William Kristol complains that MoveOn.org’s “Alex” ad is a slap in the face to soldiers.
The MoveOn ad is unapologetic in its selfishness, and barely disguised in its disdain for those who have chosen to serve â€” and its contempt for those parents who might be proud of sons and daughters who are serving. The ad boldly embraces a vision of a selfish and infantilized America, suggesting that military service and sacrifice are unnecessary and deplorable relics of the past.
And the sole responsibility of others.
Can someone remind me when Kristol served in the military? I’m drawing a blank (she said, snarkily).
Just a few days ago, Kristol explained to Faux Nooz audiences that if Barack Obama becomes a clear favorite in the presidential race, President Bush would be forced to go ahead and bomb Iran. Otherwise, the job could wait for President McBush.
I think that if Kristol is so fired-up eager to attack Iran, we should give him a helmet and rifle and a plane ticket to Tehran. Go for it, dude. Let us know how it turns out.
Kristol conflates a reluctance to fight in Iraq with a reluctance to defend America. This is the same claim righties made during the Vietnam years — that those opposed to the war were opposed to defending America. But of course, “fighting in Vietnam” and “defending America” were two entirely different things.
As I’ve said before, we Boomers were raised to be idealistic and naive. The first wave of Boomers were children during the hyper-patriotic post World War II era, remember. We were taught to revere the flag and John Wayne. Boys in particular spent their childhood re-fighting Iwo Jima in surburban back yards. Had there been a genuine threat to America, and a genuine need to go to war, I believe my brother Boomers would have responded at least as well as our fathers did.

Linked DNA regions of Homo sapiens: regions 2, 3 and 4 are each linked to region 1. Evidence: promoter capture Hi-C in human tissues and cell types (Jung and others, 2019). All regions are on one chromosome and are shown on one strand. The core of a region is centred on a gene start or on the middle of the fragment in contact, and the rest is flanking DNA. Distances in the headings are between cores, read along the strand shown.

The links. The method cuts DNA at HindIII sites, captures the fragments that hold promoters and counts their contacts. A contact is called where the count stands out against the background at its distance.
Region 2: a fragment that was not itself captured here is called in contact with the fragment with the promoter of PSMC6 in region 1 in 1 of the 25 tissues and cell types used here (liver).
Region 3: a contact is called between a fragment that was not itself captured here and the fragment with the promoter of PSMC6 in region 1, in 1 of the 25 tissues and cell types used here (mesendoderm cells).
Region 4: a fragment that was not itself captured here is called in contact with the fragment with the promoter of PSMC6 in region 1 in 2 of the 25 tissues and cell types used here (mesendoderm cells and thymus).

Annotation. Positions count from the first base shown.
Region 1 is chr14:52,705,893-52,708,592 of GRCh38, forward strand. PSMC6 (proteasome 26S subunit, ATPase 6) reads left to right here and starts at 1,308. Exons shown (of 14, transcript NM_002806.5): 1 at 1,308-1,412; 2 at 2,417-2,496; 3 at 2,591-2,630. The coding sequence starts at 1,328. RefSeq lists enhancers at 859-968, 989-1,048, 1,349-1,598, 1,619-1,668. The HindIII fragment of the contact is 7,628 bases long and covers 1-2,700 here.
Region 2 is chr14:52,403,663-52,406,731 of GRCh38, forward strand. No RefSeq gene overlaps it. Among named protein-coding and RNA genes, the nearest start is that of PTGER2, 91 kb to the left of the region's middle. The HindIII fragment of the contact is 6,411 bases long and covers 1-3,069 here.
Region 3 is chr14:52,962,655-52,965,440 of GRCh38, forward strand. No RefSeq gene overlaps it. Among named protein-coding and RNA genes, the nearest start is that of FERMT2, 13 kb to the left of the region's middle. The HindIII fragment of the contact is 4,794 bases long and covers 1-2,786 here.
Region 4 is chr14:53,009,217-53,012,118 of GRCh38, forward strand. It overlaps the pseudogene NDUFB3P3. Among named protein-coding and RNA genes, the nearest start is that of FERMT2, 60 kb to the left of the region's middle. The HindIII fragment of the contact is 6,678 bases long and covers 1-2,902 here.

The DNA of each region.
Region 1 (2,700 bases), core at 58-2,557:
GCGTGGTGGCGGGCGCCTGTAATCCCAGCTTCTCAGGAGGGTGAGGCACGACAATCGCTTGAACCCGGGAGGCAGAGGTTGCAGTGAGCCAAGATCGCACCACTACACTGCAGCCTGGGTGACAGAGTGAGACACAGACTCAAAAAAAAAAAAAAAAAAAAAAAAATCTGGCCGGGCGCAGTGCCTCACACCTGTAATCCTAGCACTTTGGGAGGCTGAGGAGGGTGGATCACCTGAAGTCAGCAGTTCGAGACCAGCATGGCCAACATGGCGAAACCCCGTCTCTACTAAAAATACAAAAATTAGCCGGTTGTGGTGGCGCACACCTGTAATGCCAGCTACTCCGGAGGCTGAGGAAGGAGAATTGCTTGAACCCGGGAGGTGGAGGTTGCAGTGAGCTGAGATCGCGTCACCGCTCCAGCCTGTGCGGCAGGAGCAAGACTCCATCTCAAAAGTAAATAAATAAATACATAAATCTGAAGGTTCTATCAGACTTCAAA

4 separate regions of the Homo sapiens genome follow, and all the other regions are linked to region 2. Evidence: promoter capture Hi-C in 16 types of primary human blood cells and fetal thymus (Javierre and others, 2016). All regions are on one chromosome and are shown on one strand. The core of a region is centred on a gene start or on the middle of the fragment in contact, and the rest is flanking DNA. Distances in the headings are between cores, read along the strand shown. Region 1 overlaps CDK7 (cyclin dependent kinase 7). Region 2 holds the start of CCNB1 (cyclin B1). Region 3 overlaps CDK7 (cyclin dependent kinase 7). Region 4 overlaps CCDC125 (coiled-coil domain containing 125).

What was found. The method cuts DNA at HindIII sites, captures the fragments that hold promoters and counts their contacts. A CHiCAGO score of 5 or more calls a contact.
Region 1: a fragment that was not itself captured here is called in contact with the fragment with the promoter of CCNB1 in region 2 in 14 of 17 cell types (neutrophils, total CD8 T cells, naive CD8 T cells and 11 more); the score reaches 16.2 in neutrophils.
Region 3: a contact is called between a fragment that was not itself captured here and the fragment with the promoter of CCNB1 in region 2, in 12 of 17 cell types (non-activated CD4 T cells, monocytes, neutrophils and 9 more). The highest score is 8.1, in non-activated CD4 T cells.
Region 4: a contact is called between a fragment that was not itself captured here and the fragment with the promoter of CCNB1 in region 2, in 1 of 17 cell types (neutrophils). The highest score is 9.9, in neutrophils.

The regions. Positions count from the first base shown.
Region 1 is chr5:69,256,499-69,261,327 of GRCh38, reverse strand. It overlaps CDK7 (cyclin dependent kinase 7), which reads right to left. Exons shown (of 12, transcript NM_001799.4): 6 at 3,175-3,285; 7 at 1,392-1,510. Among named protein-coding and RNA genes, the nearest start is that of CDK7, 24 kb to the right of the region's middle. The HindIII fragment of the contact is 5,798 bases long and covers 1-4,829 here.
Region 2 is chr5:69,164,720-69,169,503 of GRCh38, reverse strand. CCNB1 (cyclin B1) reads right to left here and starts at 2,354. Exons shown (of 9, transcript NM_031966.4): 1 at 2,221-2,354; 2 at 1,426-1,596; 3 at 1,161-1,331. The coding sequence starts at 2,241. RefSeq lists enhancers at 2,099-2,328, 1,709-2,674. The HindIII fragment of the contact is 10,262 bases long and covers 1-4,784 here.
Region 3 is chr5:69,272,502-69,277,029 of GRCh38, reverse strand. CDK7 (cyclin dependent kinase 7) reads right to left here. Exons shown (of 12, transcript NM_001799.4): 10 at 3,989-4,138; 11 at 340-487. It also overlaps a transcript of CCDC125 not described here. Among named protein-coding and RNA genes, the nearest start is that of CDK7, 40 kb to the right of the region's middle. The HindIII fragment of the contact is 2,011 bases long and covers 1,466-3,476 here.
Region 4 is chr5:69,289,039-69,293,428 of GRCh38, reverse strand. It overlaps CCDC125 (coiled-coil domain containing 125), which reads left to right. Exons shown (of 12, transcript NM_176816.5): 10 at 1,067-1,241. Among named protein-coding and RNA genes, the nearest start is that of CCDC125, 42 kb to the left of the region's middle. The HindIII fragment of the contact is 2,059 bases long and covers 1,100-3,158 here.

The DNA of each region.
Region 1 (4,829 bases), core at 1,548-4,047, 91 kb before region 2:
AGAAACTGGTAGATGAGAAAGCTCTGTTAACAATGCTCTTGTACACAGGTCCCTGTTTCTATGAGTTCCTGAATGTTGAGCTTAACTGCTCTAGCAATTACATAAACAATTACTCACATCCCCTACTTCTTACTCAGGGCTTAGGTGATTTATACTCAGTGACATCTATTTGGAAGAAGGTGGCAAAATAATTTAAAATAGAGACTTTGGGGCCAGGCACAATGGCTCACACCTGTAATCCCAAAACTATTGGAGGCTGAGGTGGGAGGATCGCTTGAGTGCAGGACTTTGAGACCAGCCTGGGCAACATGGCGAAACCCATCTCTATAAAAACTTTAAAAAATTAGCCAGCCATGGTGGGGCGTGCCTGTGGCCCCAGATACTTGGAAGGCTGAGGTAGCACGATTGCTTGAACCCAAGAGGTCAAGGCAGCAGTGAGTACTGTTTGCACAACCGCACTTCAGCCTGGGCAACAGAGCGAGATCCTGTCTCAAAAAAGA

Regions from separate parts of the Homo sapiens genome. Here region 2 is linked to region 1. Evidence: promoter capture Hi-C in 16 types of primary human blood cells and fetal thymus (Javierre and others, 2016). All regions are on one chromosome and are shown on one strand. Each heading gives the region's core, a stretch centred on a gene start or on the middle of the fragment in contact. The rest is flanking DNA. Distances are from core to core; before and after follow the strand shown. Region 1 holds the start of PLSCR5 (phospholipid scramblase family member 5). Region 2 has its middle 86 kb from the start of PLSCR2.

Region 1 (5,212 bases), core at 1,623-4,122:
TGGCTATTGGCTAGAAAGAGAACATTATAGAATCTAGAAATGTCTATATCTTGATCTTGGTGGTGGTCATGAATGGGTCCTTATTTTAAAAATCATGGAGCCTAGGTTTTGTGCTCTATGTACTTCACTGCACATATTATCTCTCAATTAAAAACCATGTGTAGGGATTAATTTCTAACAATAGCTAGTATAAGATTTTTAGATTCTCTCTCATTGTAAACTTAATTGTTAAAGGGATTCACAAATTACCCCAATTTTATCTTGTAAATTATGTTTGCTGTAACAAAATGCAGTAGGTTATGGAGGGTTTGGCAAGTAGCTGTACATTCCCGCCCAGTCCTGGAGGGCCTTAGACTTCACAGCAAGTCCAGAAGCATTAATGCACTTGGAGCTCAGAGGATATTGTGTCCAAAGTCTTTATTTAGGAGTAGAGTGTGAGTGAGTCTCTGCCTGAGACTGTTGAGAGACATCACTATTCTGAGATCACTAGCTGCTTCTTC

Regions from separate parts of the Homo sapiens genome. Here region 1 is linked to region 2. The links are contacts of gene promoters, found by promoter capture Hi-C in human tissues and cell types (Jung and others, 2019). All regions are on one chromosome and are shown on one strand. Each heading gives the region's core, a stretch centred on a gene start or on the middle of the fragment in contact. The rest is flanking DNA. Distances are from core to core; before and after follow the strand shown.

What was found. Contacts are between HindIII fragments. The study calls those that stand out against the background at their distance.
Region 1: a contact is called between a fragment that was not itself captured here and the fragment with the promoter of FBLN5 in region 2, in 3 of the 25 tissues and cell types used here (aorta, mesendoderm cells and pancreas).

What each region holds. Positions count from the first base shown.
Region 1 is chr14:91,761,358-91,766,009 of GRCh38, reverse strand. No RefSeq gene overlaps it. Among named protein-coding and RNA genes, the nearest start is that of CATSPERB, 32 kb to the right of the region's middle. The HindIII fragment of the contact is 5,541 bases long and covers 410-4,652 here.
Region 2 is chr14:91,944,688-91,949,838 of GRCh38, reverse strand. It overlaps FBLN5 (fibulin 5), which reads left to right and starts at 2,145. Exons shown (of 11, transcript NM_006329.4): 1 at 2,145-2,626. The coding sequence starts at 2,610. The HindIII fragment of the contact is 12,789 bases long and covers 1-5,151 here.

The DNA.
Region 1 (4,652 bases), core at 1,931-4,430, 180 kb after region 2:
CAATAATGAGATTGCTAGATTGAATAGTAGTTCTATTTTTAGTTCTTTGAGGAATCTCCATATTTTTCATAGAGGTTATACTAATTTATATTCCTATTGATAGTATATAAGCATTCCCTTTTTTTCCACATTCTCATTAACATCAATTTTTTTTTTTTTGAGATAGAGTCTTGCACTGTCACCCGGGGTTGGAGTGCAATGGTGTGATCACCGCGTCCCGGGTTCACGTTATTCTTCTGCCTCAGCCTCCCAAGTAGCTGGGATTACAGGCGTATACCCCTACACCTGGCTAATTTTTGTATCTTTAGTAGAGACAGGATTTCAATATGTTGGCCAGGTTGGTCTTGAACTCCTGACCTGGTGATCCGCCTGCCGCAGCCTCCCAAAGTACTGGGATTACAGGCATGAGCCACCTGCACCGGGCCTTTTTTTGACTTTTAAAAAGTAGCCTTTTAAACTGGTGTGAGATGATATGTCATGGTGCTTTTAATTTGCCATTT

Instead, for many muddied and ignoble reasons, our idealism was betrayed with Vietnam, a war I’m sure Kristol supported enthusiastically as an undergraduate at Harvard even as he managed to avoid fighting in it.
So who’s being selfish and infantile, Bill?
Young people today seem a lot more grounded than we were back then. They are much less naive, at least. I can’t speak to the idealism issue; that’s hard to measure. But this may be the first generation since those of 1776 and 1860 that will be called on to re-evaluate the entire issue of nation, and why we have one. Good luck with that.
Update: See Mustang Bobby.